Measure for Measure at The Barbican: Where the tenacious bonds of sexual desire are reflected in the mirrors of Freudian theory

Set in Freud’s Vienna, this production of Measure for Measure,  directed by Gregory Doran, allows for a deeper, psychoanalytical exploration. The two order-defining forces in human civilisation – Law and Religion – at play in the thick of the sexual decadence of 1900s Vienna is a recipe for conflict and provokes the question: What is the fruit of sex?

Is it procreation? Is it love? Is it the means to kill desire?

Vienna’s sex workers in their magnificent costumes

The Duke of Vienna (Anthony Byrne) leaves Vienna, a city out of control in its sexual appetite and blatant debauchery. In his place, he appoints his deputy Angelo (Sandy Grierson) to take over. Angelo is a cold, austere man who shows no leniency when it comes to any sort of sexual deviation, especially prostitution. In fact, Angelo threatens to close all the brothels. Under these strict laws, a young man named Claudio (James Cooney) is sentenced to death for having made his unwed lover, Juliet (Amy Trigg), pregnant. His friend, Lucio (Joseph Arkley), alerts his sister Isabella (Lucy Phelps), a young novice nun, of his fate. Isabella pays a visit to Angelo, pleading with him to show mercy and let her brother go. Angelo asks that in exchange for her brother’s freedom, she must sleep with him. Isabella refuses. The Duke, disguised as a Friar, overhears her conversation with her brother during her visit and lets her know that Angelo has a secret ex-fiancée, Mariana. Isabella plots with Mariana to find a way to trick Angelo and thus free her brother.   

The play opens at once with a court dance under a twinkling chandelier, where dancers wearing bright, embellished costumes. However, this indulgence in colour seems to almost entirely satiated within the first 60 seconds. Costume Supervisor Rachel Dickson and Head of Wardrobe Ellie Taylor have opted for muted greys and lifeless browns for most of the cast, perhaps to get across the stuffiness of the soul-destroying rule under Angelo, and the modesty of the Church. The only characters radiantly dressed are sex workers.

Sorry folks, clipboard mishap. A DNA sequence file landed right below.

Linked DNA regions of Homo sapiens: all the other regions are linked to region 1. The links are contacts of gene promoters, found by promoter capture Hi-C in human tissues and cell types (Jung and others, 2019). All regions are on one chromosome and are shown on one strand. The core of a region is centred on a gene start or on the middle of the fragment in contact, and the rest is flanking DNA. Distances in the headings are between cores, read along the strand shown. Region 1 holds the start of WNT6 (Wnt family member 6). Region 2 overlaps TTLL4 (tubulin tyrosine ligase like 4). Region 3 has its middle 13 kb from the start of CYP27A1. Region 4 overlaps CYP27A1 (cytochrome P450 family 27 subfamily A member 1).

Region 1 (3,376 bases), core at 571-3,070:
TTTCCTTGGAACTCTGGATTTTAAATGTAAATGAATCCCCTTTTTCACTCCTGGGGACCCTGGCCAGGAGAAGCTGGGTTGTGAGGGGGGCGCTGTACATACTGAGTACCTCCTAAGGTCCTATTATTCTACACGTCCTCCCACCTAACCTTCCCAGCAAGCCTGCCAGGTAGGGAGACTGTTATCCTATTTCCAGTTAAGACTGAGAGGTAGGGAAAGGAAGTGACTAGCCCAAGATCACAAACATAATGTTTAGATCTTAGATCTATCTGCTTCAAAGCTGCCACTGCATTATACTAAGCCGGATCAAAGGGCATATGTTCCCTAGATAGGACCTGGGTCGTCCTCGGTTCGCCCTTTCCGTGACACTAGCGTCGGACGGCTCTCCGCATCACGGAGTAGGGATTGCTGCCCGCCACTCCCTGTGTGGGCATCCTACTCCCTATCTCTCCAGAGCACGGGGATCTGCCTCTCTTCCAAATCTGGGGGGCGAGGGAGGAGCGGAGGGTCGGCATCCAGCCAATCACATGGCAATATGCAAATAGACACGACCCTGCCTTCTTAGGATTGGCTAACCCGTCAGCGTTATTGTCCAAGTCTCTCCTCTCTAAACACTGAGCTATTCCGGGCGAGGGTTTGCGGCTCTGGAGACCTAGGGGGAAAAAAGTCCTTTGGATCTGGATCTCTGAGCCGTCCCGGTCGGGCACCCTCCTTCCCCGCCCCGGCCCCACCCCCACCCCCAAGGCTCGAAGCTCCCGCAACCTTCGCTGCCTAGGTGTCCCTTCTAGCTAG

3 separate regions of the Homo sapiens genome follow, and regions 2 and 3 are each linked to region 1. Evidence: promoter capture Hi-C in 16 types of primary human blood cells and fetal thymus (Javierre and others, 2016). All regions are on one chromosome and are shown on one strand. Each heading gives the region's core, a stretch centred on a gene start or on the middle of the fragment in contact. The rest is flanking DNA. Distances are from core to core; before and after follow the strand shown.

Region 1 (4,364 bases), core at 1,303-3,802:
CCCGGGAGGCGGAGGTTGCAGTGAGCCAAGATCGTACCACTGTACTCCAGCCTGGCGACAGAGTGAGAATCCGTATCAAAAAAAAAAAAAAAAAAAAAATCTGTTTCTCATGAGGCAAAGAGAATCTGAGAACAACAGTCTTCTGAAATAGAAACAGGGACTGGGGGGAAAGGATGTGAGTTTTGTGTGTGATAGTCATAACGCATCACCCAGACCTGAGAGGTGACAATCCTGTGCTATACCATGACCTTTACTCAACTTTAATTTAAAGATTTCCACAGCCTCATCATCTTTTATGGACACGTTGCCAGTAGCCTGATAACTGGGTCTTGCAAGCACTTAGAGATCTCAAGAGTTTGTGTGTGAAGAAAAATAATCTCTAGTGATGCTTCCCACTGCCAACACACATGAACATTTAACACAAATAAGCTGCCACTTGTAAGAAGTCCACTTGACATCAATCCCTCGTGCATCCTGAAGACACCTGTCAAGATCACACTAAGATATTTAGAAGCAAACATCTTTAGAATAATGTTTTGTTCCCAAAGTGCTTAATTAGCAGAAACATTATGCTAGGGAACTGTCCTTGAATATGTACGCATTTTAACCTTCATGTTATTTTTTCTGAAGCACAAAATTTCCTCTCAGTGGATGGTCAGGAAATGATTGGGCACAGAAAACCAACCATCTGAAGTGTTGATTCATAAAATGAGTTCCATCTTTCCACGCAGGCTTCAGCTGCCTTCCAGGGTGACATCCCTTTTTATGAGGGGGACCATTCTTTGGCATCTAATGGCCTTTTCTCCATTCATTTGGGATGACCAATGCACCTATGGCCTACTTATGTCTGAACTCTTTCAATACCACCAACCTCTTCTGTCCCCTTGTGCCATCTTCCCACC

David Ajao (left) and Joseph Arkley (right)

The themes of aesthetic beauty, lust, hypocrisy and repression are brilliantly captured by the set alone. At the back, you will notice mirrors, which move according to the scene, that but keep the presence of reflections almost constant. There is a sinister undertone to seeing the reflected back of an actor, giving the impression that there is always something watching, that sordid secrets have witnesses. This manifestation of the Freudian idea of the ego, in which our external identities conceal the unutterable truths of our desires, is magnified by this use of mirrors in which Angelo cannot escape himself. It is also a nod to the baroque-style of interior furniture that would most familiar to Shakespeare.

The star performance for the night was given by Joseph Arkley. His attention to detail in depicting a man, somewhat flamboyant and incredibly fashionable is spot on. The delicate handle of his cane, the accentuated rolling of his Rs and careful mannerisms have indulgence and decadence written all over them,

This production strives to have diversity in its cast and to move away from the traditional RP (received pronunciation) performance of Shakespeare’s verses, with accents ranging from Jamaican to Scottish. It is also engaging for its comedy, which is so important as the form of catharsis enjoyed by the audience, that is the signature of Shakespeare, is our ability to laugh at ourselves. Overall, this production stands testament as to why and how Shakespeare’s plays still have a place on our stages today.  


Measure for Measure will be on at the Barbican until the 16th of January. You can buy your tickets here.

Photo credits: Helen Maybanks (c) RSC

Feature Image Credit: Lucy Barriball (c) RSC

Theatre Editor

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